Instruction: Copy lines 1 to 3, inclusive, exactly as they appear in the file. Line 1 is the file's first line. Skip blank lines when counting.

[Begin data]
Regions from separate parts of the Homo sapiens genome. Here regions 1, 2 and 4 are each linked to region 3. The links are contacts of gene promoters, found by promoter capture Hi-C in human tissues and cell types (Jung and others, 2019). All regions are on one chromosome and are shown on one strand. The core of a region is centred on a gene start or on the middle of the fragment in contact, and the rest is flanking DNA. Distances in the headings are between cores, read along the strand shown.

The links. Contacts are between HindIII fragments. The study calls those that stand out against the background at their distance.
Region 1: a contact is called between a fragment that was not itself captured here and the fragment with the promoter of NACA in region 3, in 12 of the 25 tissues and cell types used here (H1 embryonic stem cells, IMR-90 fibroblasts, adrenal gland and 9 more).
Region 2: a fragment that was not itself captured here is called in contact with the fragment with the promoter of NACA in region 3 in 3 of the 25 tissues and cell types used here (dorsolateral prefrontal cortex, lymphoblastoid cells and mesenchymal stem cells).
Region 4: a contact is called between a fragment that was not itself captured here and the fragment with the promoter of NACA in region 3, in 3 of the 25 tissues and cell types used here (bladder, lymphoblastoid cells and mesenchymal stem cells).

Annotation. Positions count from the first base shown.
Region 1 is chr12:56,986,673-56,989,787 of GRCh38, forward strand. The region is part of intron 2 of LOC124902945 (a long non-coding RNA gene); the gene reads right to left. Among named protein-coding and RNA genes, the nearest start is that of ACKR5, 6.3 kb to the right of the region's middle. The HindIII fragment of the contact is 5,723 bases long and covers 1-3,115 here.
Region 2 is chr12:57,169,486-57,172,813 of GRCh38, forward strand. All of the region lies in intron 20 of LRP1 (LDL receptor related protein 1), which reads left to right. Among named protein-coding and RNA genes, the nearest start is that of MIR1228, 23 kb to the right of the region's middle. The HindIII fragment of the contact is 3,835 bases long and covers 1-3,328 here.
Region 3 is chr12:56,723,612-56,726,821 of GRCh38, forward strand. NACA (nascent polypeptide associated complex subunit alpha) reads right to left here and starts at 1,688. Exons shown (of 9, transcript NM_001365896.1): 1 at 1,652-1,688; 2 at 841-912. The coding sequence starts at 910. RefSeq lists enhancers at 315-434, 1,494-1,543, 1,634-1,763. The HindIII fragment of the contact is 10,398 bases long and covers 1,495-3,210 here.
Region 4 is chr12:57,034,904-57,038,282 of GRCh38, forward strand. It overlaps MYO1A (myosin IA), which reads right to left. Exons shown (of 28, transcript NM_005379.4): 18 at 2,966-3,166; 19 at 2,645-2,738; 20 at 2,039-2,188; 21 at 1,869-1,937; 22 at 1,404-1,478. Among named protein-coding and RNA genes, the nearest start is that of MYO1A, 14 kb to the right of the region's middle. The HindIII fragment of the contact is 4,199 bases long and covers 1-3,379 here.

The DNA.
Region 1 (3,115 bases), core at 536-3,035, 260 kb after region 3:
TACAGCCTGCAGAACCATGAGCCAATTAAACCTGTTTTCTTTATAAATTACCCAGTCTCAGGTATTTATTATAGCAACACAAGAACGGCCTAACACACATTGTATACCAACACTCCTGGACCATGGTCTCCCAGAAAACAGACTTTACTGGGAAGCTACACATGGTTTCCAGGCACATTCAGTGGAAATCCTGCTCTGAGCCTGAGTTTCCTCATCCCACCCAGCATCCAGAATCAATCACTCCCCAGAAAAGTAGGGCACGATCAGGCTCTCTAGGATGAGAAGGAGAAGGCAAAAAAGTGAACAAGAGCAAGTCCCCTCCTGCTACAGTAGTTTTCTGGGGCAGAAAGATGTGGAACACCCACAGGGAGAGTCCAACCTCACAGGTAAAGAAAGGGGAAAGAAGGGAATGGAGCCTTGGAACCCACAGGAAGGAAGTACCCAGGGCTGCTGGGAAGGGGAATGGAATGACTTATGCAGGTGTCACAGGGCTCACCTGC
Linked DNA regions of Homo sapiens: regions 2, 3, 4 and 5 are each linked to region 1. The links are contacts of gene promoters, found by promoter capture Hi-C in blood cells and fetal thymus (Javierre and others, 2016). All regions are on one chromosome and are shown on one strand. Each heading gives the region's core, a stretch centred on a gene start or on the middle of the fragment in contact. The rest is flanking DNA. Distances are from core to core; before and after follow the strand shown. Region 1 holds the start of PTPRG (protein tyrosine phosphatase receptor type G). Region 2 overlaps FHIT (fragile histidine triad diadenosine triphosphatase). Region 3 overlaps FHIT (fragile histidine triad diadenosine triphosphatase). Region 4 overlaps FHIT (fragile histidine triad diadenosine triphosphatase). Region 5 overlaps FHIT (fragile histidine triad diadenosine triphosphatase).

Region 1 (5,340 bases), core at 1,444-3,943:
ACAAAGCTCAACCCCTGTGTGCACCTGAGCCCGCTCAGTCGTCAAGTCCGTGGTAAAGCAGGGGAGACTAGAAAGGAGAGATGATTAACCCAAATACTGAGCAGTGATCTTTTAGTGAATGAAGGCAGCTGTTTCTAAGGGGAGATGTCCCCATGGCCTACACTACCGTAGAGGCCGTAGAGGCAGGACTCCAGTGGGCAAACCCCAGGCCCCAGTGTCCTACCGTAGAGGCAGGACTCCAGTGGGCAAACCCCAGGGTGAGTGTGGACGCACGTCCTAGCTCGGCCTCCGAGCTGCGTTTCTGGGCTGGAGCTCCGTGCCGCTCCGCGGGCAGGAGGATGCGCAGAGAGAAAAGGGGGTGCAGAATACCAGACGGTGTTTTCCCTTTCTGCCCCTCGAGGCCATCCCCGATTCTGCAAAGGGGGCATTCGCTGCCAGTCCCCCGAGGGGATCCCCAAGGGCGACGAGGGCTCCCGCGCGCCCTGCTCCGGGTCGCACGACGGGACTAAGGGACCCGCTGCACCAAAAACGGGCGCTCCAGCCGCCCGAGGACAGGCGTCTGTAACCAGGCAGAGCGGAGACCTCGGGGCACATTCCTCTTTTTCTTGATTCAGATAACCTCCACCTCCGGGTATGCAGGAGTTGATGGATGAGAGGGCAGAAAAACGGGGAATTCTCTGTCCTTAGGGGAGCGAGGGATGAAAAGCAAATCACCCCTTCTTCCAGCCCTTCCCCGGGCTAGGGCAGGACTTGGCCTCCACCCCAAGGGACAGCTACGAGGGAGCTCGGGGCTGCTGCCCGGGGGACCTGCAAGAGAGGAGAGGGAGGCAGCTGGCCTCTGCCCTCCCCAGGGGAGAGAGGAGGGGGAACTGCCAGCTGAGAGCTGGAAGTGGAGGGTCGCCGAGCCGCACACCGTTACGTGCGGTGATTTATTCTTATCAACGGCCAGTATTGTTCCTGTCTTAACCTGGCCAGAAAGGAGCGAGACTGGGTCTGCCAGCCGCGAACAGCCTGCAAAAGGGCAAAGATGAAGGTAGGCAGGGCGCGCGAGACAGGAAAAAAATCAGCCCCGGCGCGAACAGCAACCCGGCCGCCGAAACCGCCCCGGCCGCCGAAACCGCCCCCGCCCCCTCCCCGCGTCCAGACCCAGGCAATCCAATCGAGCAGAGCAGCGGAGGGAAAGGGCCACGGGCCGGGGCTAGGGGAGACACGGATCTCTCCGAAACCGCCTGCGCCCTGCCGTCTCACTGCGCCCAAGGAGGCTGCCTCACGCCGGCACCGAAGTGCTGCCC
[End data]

Regions from separate parts of the Homo sapiens genome. Here regions 1, 2 and 4 are each linked to region 3. The links are contacts of gene promoters, found by promoter capture Hi-C in human tissues and cell types (Jung and others, 2019). All regions are on one chromosome and are shown on one strand. The core of a region is centred on a gene start or on the middle of the fragment in contact, and the rest is flanking DNA. Distances in the headings are between cores, read along the strand shown.

The links. Contacts are between HindIII fragments. The study calls those that stand out against the background at their distance.
Region 1: a contact is called between a fragment that was not itself captured here and the fragment with the promoter of NACA in region 3, in 12 of the 25 tissues and cell types used here (H1 embryonic stem cells, IMR-90 fibroblasts, adrenal gland and 9 more).